The term is often used pejoratively, to describe the elimination of what is seen as beneficial legislation: environmental safeguards or workers' rights, for example. It should be noted, however, that in many instances a race to the bottom proves to be a force for good by eliminating pointless bureaucracy or graft.

In the modern age, a sharp increase in races to the bottom has been seen as a direct result of the World Trade Organization and its policies. By actively eliminating what are seen as barriers to trade (often including labor and environmental laws), the WTO begins a push towards "freer" trade, which escalates quickly into the dismantling of standards so that countries can better compete.

It may be seen that with the global push towards free trade in the 1990s, labor is now very susceptible to the race to the bottom model. With an extremely large labor pool to draw from worldwide and a virtually unrestricted ability to move capital, multi-national corporations may now freely move their operations from country to country, following the most affordable labor. This in turn affects labor laws, particularly in developing countries, where things such a minimum wage or required overtime pay create a large barrier to lowest-cost labor. The race, therefore, dictates that more and more nations (again, particularly in the developing world) will eliminate their labor laws.

SmartCapitalMind is dedicated to providing accurate and trustworthy information. We carefully select reputable sources and employ a rigorous fact-checking process to maintain the highest standards. To learn more about our commitment to accuracy, read our editorial process.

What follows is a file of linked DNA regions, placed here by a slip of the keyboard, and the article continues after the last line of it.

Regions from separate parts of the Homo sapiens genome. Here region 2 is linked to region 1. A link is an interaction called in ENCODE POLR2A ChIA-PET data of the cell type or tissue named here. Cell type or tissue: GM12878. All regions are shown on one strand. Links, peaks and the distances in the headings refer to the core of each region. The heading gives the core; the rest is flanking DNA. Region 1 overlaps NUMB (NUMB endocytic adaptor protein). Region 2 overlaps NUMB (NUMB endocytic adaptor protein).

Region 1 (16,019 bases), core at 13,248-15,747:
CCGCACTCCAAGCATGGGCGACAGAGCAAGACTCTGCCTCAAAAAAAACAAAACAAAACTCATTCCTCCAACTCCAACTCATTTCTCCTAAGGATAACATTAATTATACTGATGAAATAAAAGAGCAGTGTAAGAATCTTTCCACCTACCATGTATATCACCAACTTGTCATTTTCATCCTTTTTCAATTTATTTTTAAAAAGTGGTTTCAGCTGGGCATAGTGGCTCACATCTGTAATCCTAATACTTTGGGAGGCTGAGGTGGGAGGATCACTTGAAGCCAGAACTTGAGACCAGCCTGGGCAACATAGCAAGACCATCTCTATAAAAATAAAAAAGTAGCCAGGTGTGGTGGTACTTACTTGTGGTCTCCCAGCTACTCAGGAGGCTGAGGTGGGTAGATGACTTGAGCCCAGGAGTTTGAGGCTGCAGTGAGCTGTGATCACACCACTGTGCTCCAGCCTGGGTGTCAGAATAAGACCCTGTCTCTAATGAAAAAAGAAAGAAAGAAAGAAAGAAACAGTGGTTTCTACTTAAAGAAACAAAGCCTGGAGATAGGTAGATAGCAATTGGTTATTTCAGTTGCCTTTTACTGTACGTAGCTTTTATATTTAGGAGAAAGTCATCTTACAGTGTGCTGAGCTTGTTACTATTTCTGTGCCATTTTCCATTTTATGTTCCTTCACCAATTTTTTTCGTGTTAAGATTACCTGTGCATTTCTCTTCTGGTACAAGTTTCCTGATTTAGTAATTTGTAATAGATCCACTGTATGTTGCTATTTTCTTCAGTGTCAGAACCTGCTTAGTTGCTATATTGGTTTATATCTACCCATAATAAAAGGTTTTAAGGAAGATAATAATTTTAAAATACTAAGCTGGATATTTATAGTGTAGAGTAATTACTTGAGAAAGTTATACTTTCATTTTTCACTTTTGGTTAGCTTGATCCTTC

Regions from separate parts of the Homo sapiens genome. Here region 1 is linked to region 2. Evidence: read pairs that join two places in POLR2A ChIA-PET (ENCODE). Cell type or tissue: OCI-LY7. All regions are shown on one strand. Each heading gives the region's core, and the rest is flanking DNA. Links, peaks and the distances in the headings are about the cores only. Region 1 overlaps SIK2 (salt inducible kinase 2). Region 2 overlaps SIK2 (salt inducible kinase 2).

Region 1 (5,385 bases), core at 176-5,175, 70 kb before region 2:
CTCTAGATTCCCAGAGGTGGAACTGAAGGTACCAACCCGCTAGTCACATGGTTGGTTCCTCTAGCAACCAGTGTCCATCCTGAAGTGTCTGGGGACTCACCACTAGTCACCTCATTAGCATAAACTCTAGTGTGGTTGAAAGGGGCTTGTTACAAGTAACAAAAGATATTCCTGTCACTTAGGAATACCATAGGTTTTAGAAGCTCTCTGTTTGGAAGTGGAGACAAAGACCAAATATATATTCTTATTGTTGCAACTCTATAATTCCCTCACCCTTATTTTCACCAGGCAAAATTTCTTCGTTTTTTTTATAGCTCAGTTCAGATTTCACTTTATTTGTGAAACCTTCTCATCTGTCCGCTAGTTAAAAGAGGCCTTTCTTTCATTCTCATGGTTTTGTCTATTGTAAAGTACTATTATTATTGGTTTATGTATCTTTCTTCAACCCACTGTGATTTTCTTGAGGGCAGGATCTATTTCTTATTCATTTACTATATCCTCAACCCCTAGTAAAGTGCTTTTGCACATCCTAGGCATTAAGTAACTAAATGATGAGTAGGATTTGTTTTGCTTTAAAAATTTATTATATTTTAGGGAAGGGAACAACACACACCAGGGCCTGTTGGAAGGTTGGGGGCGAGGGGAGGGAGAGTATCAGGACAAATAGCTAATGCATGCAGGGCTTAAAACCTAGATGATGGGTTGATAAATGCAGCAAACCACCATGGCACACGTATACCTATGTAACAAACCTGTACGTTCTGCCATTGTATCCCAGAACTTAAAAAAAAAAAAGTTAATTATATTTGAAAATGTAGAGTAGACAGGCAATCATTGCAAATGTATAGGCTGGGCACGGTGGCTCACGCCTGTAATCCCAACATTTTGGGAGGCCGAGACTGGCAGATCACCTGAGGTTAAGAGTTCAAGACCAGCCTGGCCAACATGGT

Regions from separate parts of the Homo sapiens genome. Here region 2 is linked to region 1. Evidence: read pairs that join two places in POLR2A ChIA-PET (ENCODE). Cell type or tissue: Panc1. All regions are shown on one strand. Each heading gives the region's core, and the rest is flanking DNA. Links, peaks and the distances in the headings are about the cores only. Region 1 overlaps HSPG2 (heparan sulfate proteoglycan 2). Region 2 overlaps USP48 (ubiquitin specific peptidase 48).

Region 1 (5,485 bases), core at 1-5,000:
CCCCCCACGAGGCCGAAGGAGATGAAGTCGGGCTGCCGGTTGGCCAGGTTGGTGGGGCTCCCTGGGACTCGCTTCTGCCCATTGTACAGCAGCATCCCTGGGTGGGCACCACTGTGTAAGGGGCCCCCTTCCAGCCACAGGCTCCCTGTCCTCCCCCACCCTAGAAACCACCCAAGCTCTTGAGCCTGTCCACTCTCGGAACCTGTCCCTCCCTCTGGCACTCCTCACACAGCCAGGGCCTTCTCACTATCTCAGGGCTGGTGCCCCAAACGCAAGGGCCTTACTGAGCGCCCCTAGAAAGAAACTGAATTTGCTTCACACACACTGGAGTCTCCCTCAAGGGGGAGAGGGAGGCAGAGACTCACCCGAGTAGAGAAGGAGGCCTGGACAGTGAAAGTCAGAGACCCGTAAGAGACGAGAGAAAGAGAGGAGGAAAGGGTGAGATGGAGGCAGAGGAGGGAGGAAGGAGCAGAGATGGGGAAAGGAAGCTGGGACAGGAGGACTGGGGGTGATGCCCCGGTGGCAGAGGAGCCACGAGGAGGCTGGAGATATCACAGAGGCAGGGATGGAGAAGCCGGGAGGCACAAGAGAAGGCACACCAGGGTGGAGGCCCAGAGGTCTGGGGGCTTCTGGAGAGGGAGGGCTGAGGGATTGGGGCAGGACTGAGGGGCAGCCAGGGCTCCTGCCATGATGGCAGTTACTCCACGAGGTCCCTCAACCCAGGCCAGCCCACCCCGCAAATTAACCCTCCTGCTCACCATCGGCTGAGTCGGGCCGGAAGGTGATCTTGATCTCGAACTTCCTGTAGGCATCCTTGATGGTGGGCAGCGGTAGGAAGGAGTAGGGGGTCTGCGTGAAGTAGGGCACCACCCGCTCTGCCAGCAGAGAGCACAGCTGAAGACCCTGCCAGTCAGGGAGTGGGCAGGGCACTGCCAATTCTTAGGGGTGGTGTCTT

Discussion Comments
By Certlerant — On Feb 17, 2014

I understand the frustration with that sort of situation, Glasis, and I sympathize.

But, I also know that the city of Pittsburgh is cleaner than it ever was in the steel producing times, and residents are proud of its renaissance.

By Glasis — On Feb 17, 2014

Certlerant, you might change your opinion if you lived in the Pittsburgh area in the 1980s.

Up until that point, steel mills were the lifeblood of western Pennsylvania.

Then, the EPA came in and not only imposed new laws on environmental filtering systems for the mills, but required the companies to complete multimillion dollar changes in a very short time frame.

As a result, most of the mills were forced to move to other countries or other parts of the United States where, for some reason, the rules were less restrictive.

It has taken the area about 30 years to reinvent itself, and some mill communities will never be the same.

By Certlerant — On Feb 16, 2014

A race to the bottom that eliminates environmental codes may benefit the countries or municipalities trying to compete in trade, but could have a disastrous effect on the world as a whole.

Environmental laws and codes are usually not popular in the business world and can be painful to the company's bottom line, but they still help to make the air we breathe and water we drink cleaner and safer.

Many people like to think that the Environmental Protection Agency and other agencies impose restrictions in some attempt to hurt business in a specific area, but that is simply not true.

SmartCapitalMind, in your inbox

Our latest articles, guides, and more, delivered daily.

SmartCapitalMind, in your inbox

Our latest articles, guides, and more, delivered daily.